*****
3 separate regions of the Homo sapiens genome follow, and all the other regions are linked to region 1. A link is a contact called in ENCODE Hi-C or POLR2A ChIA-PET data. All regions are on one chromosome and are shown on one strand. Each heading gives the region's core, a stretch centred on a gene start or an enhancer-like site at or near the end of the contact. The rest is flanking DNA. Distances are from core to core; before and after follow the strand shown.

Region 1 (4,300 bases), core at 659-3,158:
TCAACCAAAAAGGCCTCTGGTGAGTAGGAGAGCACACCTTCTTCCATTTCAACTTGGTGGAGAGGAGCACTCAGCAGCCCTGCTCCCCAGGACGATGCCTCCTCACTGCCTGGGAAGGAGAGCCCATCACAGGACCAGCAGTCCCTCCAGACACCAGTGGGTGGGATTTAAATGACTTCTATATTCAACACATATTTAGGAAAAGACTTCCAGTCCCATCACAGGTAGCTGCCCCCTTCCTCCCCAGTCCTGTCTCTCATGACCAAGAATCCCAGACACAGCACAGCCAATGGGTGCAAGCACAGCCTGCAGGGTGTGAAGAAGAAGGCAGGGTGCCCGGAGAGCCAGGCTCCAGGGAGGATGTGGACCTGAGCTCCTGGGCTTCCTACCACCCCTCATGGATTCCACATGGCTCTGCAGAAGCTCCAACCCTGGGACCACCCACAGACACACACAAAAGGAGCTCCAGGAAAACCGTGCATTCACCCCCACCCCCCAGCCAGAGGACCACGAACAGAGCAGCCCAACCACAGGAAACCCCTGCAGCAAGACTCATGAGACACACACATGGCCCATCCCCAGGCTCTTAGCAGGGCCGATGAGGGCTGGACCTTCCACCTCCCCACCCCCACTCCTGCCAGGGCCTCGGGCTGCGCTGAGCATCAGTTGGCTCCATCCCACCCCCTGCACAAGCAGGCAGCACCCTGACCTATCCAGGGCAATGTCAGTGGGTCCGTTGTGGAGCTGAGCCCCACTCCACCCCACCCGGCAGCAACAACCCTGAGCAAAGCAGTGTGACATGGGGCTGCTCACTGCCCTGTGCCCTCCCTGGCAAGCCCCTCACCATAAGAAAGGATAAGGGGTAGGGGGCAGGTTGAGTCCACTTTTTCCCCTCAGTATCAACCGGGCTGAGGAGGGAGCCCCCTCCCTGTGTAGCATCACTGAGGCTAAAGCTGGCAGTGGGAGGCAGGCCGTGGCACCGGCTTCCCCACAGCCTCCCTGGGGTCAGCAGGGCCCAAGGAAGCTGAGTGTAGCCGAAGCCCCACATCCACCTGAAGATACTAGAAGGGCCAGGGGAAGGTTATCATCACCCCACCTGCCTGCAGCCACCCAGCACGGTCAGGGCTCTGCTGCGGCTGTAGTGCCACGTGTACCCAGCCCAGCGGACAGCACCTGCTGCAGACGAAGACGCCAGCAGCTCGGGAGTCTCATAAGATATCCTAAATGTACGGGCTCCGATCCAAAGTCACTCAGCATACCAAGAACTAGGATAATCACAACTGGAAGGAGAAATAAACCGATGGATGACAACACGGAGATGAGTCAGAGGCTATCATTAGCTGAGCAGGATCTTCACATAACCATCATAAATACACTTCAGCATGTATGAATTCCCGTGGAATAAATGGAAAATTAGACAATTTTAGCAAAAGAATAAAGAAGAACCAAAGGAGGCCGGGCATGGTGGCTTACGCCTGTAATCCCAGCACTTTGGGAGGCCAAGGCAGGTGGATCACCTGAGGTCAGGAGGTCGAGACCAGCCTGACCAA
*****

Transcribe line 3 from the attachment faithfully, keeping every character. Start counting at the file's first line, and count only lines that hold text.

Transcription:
TCAACCAAAAAGGCCTCTGGTGAGTAGGAGAGCACACCTTCTTCCATTTCAACTTGGTGGAGAGGAGCACTCAGCAGCCCTGCTCCCCAGGACGATGCCTCCTCACTGCCTGGGAAGGAGAGCCCATCACAGGACCAGCAGTCCCTCCAGACACCAGTGGGTGGGATTTAAATGACTTCTATATTCAACACATATTTAGGAAAAGACTTCCAGTCCCATCACAGGTAGCTGCCCCCTTCCTCCCCAGTCCTGTCTCTCATGACCAAGAATCCCAGACACAGCACAGCCAATGGGTGCAAGCACAGCCTGCAGGGTGTGAAGAAGAAGGCAGGGTGCCCGGAGAGCCAGGCTCCAGGGAGGATGTGGACCTGAGCTCCTGGGCTTCCTACCACCCCTCATGGATTCCACATGGCTCTGCAGAAGCTCCAACCCTGGGACCACCCACAGACACACACAAAAGGAGCTCCAGGAAAACCGTGCATTCACCCCCACCCCCCAGCCAGAGGACCACGAACAGAGCAGCCCAACCACAGGAAACCCCTGCAGCAAGACTCATGAGACACACACATGGCCCATCCCCAGGCTCTTAGCAGGGCCGATGAGGGCTGGACCTTCCACCTCCCCACCCCCACTCCTGCCAGGGCCTCGGGCTGCGCTGAGCATCAGTTGGCTCCATCCCACCCCCTGCACAAGCAGGCAGCACCCTGACCTATCCAGGGCAATGTCAGTGGGTCCGTTGTGGAGCTGAGCCCCACTCCACCCCACCCGGCAGCAACAACCCTGAGCAAAGCAGTGTGACATGGGGCTGCTCACTGCCCTGTGCCCTCCCTGGCAAGCCCCTCACCATAAGAAAGGATAAGGGGTAGGGGGCAGGTTGAGTCCACTTTTTCCCCTCAGTATCAACCGGGCTGAGGAGGGAGCCCCCTCCCTGTGTAGCATCACTGAGGCTAAAGCTGGCAGTGGGAGGCAGGCCGTGGCACCGGCTTCCCCACAGCCTCCCTGGGGTCAGCAGGGCCCAAGGAAGCTGAGTGTAGCCGAAGCCCCACATCCACCTGAAGATACTAGAAGGGCCAGGGGAAGGTTATCATCACCCCACCTGCCTGCAGCCACCCAGCACGGTCAGGGCTCTGCTGCGGCTGTAGTGCCACGTGTACCCAGCCCAGCGGACAGCACCTGCTGCAGACGAAGACGCCAGCAGCTCGGGAGTCTCATAAGATATCCTAAATGTACGGGCTCCGATCCAAAGTCACTCAGCATACCAAGAACTAGGATAATCACAACTGGAAGGAGAAATAAACCGATGGATGACAACACGGAGATGAGTCAGAGGCTATCATTAGCTGAGCAGGATCTTCACATAACCATCATAAATACACTTCAGCATGTATGAATTCCCGTGGAATAAATGGAAAATTAGACAATTTTAGCAAAAGAATAAAGAAGAACCAAAGGAGGCCGGGCATGGTGGCTTACGCCTGTAATCCCAGCACTTTGGGAGGCCAAGGCAGGTGGATCACCTGAGGTCAGGAGGTCGAGACCAGCCTGACCAA